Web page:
Every year there comes a spectacular morning when, suddenly, spring arrives in mrpeene’s yard. It’s not a matter of sweet little blossoms peeping out, or the scrubbed blue sky after a big storm, or even the fucking weeds so lush they look like a cash crop, although all of that is part of it. Simply one day I get up, look out the back windows and there it is, tah dah, spring. In 2010, let us record that that day was March 11. Yeah, I know, the Ides.
Here’s what we got as of today:
Today my plans include a trip to the grooviest nursery on the planet, Flowercraft. Why are they so groovy, pray mreenee? Darlings, please. Most nurseries used to be nothing more than racks of plants with big bags of fertilizer around the edges. Then the evil marketing overlords realized if they made pretty little arrangements of their stock when it was at it flowering peak, dazed gardener suckers (that would be me) would be powerless to withstand the allure of a candy-striped camellia in full bloom and wind up dropping significant, unplanned wads of the moolah.
Flowercraft is as guilty of this as any other nursery. What I love about them is that after the plants on display have peaked, they haul them off around back to a Half-Price section, the very notion of which delights me, the conjunction of my love for thrift stores and gardening in one place.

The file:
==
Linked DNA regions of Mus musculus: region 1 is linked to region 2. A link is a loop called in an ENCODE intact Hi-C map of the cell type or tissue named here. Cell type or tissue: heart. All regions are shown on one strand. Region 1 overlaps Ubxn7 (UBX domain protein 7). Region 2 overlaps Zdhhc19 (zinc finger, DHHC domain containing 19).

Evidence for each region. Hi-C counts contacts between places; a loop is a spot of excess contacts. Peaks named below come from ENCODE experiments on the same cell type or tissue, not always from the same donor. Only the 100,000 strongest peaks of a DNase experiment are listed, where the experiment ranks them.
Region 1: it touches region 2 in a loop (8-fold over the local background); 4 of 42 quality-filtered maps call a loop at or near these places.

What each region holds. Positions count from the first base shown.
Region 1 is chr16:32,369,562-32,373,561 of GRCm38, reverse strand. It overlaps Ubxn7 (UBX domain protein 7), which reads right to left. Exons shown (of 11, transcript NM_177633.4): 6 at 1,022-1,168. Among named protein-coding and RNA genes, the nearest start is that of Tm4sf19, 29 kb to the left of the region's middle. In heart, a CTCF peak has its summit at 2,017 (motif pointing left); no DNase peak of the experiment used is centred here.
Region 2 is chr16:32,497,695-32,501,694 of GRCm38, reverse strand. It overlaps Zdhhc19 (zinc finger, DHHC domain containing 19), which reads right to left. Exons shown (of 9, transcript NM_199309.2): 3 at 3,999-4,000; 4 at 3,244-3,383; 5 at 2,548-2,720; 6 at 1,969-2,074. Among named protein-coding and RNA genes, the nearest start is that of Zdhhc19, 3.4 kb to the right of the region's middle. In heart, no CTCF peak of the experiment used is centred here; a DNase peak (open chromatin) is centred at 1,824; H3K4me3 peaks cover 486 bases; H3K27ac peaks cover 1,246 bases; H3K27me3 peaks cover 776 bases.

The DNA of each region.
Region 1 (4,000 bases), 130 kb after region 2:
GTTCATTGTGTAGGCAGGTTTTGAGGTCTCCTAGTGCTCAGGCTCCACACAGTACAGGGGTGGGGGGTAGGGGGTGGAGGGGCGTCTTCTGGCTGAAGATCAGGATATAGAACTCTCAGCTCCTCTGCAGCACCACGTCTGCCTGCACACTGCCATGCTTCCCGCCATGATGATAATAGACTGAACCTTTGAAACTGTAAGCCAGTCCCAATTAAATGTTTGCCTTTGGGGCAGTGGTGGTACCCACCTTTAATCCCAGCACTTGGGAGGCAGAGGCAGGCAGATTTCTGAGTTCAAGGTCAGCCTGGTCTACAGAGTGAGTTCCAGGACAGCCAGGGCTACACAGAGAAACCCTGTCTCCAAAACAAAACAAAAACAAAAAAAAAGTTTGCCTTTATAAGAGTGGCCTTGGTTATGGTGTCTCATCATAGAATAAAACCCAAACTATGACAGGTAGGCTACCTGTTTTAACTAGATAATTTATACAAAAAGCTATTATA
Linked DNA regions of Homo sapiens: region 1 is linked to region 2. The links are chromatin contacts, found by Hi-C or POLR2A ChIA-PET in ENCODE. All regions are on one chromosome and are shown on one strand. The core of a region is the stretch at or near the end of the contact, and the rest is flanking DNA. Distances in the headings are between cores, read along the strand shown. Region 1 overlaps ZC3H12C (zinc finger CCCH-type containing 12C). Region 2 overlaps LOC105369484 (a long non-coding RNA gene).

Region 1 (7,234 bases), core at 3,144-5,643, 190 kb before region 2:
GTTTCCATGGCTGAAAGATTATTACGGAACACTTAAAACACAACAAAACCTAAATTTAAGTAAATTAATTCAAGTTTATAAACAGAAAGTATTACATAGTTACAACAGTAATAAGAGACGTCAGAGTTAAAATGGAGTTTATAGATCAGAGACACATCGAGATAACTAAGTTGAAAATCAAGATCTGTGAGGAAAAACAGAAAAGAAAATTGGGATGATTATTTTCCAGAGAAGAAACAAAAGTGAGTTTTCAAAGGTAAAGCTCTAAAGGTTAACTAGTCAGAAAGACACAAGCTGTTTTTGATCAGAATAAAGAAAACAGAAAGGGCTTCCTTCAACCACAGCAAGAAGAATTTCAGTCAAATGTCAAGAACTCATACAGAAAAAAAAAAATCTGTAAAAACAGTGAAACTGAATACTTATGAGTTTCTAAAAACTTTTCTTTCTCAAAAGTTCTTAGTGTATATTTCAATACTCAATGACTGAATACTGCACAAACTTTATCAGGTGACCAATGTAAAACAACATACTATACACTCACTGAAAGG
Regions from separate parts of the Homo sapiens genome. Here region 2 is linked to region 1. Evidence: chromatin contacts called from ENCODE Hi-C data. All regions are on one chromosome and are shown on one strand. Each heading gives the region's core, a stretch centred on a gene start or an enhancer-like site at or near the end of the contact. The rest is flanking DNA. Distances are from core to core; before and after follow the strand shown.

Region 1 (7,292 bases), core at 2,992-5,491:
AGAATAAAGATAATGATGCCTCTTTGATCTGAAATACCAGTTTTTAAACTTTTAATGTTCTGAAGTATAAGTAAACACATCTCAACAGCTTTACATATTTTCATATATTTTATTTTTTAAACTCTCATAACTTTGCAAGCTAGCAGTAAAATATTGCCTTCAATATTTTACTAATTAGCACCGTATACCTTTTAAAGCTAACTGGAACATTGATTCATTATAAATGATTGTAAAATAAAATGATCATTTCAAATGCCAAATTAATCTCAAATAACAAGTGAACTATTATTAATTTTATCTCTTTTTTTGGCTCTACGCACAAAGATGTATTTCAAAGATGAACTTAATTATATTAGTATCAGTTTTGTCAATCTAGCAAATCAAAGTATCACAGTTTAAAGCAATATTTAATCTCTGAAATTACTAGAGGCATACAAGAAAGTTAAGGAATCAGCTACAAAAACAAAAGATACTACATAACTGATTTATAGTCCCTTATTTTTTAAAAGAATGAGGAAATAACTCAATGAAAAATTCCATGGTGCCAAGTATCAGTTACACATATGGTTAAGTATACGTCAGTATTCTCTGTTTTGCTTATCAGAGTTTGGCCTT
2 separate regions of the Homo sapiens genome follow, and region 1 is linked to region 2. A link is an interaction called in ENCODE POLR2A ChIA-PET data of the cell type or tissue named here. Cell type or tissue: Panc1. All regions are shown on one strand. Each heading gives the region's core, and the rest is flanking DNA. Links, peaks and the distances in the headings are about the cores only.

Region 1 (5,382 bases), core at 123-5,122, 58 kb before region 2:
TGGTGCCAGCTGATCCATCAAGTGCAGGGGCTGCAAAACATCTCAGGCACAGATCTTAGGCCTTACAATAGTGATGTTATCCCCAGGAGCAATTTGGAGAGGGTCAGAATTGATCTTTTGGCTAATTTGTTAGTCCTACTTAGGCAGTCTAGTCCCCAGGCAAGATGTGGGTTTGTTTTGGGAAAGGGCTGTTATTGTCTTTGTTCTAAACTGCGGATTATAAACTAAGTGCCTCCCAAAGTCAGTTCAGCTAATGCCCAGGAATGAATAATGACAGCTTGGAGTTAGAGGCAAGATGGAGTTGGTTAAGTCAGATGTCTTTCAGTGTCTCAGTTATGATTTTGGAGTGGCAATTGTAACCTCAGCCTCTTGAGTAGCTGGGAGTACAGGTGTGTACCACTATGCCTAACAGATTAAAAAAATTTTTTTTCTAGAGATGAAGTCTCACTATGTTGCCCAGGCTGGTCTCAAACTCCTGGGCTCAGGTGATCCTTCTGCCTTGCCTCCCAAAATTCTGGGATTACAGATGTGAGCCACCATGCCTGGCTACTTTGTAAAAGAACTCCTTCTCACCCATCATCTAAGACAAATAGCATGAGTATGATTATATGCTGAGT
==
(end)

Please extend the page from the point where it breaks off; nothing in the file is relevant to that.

My whole yard is filled with the once bedraggled leftovers I rescued from back there. Almost all of them have thrived and rewarded my stingy nature with sort of excessive beauty. For example:
Part of the thrill of discount gardening is the mystery in it. Since I buy things after they’ve stopped blooming I usually have no idea what color and form I’m getting. That cherry pink hydrangea, for one, was a complete surprise.
Anyway, this weekend, besides working half-price land, I’m on the trail of a Chinese wisteria.
Ever since I was a tiny faglette, I’ve adored wisteria. Along the Gulf Coast, their blooming is long and exuberant, with a heavenly scent and, let’s not forget, purple. One of the first purchases I made for the garden here was one. The next spring, after I had already had a trellis built for it, imagine my surprise at discovering it was a white one. Alba. I tried to hide my disappointment from it; after all, it couldn’t help its color, but I think it could tell. It never thrived, punked along for a few years and now is a decorative stick.
This time, I’m throwing caution to the winds and springing for one in bloom. A call just now to Flowercraft assures me they have some in stock. And the best part? It’s called “Texas Purple,” a salute to my Lone Star childhood. Yeehah, bitches.